At oral arguments before the Supreme Court yesterday, two of the conservative justices — Samuel Alito and Antonin Scalia — both floated versions of the idea that, if the Court does strike down Obamacare subsidies in three dozen states, it might not be that big a deal, because surely lawmakers would then fix the problem and avert disruptions for millions.
This had more significance than it first appeared.
Here are the key quotes. After Solicitor General Donald Verrilli claimed that a Court decision against the law would cut off subsidies “immediately,” producing “very significant, very adverse effects” for “millions of people,” Alito suggested that the Court could side with the challengers but delay the ruling “until the end of this tax year.”
That would mean people would not abruptly lose their subsidies; the suggestion was that if the Court did this, the disruptions might not be immediate, and perhaps somehow contingency plans could come together to soften the blow for those millions of people. Verrilli suggested the Court might have this authority, but disputed whether doing this would actually make much of a difference in practice, because many of the states would be unable to set up exchanges — keeping the subsidies flowing — by the end of the year.
Whereupon this happened:
JUSTICE SCALIA: What about Congress? You really think Congress is just going to sit there while all of these disastrous consequences ensue. I mean, how often have we come out with a decision such as the — you know, the bankruptcy court decision? Congress adjusts, enacts a statute that takes care of the problem. It happens all the time. Why is that not going to happen here?
GENERAL VERRILLI: Well, this Congress, Your Honor, I — I —
That was indeed a richly comic moment! But it was also very significant. The conservative Justices implicitly suggested that the consequences of ruling with the challengers — which Scalia himself termed “disastrous,” though there may have been a hint of sarcasm there — are in fact weighing on the Court, and they themselves floated the idea that a legislative fix might mitigate those consequences.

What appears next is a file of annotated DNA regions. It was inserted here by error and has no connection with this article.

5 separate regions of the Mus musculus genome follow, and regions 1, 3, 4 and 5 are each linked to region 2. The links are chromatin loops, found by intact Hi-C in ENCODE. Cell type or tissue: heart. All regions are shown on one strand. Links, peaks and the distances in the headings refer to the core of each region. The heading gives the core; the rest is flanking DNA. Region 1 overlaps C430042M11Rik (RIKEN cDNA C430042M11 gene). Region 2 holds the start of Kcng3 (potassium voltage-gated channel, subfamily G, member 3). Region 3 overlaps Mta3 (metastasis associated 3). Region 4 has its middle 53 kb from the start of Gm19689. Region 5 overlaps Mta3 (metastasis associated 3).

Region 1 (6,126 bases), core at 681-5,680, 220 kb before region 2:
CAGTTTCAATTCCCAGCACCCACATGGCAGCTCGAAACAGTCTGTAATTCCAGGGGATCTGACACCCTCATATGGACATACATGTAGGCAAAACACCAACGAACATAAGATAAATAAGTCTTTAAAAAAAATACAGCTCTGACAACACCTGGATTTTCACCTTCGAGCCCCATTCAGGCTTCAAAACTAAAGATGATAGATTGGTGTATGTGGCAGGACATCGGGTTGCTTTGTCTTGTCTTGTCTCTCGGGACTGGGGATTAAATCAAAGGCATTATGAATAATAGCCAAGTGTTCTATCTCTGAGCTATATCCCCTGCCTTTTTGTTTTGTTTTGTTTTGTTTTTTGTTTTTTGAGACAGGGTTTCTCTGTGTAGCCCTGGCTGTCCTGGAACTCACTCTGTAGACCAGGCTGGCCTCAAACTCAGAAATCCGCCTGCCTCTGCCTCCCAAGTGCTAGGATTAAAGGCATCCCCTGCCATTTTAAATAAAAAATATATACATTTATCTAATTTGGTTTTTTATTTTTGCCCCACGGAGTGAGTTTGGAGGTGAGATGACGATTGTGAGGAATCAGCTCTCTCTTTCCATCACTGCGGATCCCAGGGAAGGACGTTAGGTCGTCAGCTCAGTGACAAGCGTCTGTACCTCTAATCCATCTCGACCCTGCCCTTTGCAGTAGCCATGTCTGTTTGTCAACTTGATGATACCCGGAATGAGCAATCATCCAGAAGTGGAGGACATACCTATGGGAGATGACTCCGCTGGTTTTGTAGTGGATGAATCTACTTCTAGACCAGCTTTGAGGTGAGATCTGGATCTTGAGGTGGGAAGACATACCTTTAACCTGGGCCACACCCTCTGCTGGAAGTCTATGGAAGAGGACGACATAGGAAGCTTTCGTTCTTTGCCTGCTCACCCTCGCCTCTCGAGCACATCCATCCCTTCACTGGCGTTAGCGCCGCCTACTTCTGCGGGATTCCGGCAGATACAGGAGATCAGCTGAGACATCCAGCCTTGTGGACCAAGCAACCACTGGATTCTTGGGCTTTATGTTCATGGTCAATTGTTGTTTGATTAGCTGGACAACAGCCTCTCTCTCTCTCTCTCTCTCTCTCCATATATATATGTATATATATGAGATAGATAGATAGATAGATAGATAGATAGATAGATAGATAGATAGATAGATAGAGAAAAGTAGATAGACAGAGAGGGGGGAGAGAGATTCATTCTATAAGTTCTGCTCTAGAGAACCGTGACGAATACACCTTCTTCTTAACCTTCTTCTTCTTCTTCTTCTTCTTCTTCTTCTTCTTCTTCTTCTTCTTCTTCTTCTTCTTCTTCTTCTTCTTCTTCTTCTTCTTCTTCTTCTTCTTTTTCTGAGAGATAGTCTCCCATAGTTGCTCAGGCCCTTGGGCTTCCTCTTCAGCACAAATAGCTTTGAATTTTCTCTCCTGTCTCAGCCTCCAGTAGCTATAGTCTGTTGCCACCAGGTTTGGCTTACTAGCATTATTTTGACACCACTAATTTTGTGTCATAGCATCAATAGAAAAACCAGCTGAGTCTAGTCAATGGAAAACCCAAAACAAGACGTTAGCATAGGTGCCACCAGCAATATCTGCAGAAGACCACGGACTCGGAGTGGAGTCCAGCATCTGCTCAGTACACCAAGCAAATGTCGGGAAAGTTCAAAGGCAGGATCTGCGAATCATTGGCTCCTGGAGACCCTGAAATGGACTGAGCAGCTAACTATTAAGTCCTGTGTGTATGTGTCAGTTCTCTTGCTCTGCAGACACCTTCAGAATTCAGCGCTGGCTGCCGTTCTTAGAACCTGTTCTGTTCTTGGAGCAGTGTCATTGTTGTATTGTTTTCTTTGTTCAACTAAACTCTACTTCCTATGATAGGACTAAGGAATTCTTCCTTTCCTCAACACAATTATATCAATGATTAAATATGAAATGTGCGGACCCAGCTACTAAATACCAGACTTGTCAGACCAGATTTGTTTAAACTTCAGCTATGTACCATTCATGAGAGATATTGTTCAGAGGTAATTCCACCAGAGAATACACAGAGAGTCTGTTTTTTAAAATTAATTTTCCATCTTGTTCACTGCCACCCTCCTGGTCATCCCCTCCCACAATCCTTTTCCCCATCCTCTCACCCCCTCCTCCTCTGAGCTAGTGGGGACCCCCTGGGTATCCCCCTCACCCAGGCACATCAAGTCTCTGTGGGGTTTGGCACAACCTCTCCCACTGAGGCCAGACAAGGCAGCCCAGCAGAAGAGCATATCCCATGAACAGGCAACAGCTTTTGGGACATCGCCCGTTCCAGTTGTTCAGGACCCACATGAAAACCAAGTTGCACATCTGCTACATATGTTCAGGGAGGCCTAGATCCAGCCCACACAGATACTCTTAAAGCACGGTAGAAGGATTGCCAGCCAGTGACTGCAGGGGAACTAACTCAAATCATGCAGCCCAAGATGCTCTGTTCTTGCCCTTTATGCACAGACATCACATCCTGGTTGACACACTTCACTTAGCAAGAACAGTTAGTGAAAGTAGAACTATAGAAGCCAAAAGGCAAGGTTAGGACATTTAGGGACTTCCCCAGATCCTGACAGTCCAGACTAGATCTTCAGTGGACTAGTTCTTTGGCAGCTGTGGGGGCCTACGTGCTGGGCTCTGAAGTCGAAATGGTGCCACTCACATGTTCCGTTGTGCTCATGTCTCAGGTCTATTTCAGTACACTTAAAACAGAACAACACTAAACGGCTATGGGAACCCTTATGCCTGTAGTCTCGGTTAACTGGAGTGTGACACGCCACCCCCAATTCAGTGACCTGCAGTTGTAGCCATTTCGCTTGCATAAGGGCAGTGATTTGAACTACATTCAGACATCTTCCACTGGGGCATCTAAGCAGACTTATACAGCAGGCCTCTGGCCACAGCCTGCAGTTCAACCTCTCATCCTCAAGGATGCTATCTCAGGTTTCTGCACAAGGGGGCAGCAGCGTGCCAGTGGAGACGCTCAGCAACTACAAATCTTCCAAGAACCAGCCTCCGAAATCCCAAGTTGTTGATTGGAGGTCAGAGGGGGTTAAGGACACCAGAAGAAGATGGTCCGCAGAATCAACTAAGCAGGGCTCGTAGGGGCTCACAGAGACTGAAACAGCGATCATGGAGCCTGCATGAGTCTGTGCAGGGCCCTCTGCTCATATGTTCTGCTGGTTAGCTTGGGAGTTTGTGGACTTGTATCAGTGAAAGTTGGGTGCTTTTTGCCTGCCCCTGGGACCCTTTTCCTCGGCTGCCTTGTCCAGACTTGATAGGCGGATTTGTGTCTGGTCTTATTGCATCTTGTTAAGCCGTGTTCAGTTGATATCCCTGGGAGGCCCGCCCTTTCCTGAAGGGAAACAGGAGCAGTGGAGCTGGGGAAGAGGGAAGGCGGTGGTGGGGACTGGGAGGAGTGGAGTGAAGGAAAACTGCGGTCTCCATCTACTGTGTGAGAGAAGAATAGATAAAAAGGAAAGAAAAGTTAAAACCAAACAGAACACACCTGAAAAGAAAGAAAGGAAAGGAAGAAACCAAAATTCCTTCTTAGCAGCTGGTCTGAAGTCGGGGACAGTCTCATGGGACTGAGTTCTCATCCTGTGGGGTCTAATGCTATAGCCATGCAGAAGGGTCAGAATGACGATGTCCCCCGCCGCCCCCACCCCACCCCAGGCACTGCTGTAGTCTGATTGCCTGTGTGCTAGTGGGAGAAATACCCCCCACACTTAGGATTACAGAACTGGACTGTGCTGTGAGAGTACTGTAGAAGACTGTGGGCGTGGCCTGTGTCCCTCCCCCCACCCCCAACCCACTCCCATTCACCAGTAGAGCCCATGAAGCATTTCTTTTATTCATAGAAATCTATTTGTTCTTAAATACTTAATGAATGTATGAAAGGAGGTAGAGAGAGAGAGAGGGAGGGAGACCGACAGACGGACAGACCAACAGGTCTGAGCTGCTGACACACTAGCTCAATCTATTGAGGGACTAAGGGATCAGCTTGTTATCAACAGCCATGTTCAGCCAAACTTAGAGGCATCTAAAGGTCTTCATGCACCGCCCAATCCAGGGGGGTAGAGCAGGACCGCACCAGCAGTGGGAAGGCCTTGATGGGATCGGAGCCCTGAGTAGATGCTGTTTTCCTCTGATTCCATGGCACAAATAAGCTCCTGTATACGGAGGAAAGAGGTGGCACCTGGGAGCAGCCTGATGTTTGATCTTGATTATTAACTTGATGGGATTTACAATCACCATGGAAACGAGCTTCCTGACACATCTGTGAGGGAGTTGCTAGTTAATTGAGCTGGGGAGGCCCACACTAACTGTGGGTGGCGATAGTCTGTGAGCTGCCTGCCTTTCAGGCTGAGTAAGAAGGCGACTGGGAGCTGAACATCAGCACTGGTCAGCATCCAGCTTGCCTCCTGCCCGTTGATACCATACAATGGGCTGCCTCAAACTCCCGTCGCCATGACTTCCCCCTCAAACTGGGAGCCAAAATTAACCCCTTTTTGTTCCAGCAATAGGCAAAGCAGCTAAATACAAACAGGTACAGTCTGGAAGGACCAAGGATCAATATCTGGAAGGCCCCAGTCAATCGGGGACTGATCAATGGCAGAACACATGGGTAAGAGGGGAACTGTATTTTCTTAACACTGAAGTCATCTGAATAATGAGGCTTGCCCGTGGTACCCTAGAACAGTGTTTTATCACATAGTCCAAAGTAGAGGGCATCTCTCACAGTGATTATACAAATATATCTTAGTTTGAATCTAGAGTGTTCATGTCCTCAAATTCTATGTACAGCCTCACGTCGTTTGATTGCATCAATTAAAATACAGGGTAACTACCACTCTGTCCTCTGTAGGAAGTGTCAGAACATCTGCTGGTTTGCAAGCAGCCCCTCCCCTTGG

I don’t pretend to know for certain what motivated the conservative justices to say this stuff. But here’s a guess: The idea that a legislative solution might soften the disruptions could make it easier for Anthony Kennedy (who appeared torn over federalism concerns, particularly in light of the punishment that might be inflicted on states) and/or John Roberts (who seemed at least open to the idea that Chevron deference should be accorded to the government) to rule with the challengers.
If so, Congressional Republicans have perhaps endeavored to play their own part in this little dance. They, too, want to appear eager to step in to help anyone hurt by an anti-ACA ruling. In a remarkable display of fortuitous timing, a group of influential House Republicans produced a Wall Street Journal piece vowing a contingency plan for millions who might lose insurance, only days before oral arguments, and several Senate Republicans floated their own plan in an article in the Washington Post.
Both plans were devoid of specifics. And what’s more, during oral arguments, the idea (floated by Scalia) that Congress might provide such a contingency plan was basically laughed out of the Court. Understandably so: No one who watched the chaos around Homeland Security funding could possibly imagine Congress producing any such plan.
Meanwhile, Alito’s suggestion — that any ruling nixing subsidies could be delayed until the end of the year — seemed designed to sound like a reasonable compromise that might allow public officials time to come up with a contingency plan.
But here’s the thing: It seems likely that it will only get harder later this year — not easier — for Republicans to fulfill any promise of a backup plan, either on the state or federal level. By then the 2016 GOP presidential primary will be in full swing, and continued Total War resistance to Obamacare — in the form of opposition to any fix that Obama and Democrats will be demanding — could very well emerge as a conservative litmus test. It’s hard to see GOP state lawmakers coming together to create exchanges in many states, and it’s even harder to see consensus forming behind a contingency plan among Congressional Republicans. Indeed, Ted Cruz — who is expected to run for president — is already insisting that any “alternative” in the wake of a Court decision against the ACA must repeal most of the law, the subsidies included.
It was a nice try by the conservative justices, and perhaps it was even meant in all sincerity, but laughter was the appropriate response.